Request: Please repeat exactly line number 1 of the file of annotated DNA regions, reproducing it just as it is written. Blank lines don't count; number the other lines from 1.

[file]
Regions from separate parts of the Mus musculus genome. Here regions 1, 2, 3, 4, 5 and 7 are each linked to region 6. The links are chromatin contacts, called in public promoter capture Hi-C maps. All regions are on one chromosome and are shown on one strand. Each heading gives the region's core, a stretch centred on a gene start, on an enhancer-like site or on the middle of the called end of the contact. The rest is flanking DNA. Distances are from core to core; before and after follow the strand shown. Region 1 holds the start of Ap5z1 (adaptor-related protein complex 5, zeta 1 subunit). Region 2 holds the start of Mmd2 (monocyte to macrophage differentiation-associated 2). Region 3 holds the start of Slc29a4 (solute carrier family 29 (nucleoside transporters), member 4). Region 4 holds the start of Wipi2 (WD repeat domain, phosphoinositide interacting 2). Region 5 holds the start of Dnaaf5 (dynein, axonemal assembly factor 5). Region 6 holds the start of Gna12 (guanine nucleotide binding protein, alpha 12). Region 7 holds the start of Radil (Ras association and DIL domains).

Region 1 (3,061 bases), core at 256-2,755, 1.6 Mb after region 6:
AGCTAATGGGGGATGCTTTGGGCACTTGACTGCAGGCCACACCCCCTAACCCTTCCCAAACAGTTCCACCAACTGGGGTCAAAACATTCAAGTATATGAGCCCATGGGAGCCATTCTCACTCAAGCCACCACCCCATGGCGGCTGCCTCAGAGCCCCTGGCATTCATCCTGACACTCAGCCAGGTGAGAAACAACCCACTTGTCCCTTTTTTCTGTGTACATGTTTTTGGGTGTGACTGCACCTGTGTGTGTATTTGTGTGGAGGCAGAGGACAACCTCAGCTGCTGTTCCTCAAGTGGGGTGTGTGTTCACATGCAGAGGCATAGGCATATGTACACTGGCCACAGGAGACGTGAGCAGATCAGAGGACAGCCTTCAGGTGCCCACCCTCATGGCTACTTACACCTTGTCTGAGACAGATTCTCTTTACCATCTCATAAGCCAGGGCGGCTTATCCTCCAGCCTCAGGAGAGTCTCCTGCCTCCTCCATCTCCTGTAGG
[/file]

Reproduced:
Regions from separate parts of the Mus musculus genome. Here regions 1, 2, 3, 4, 5 and 7 are each linked to region 6. The links are chromatin contacts, called in public promoter capture Hi-C maps. All regions are on one chromosome and are shown on one strand. Each heading gives the region's core, a stretch centred on a gene start, on an enhancer-like site or on the middle of the called end of the contact. The rest is flanking DNA. Distances are from core to core; before and after follow the strand shown. Region 1 holds the start of Ap5z1 (adaptor-related protein complex 5, zeta 1 subunit). Region 2 holds the start of Mmd2 (monocyte to macrophage differentiation-associated 2). Region 3 holds the start of Slc29a4 (solute carrier family 29 (nucleoside transporters), member 4). Region 4 holds the start of Wipi2 (WD repeat domain, phosphoinositide interacting 2). Region 5 holds the start of Dnaaf5 (dynein, axonemal assembly factor 5). Region 6 holds the start of Gna12 (guanine nucleotide binding protein, alpha 12). Region 7 holds the start of Radil (Ras association and DIL domains).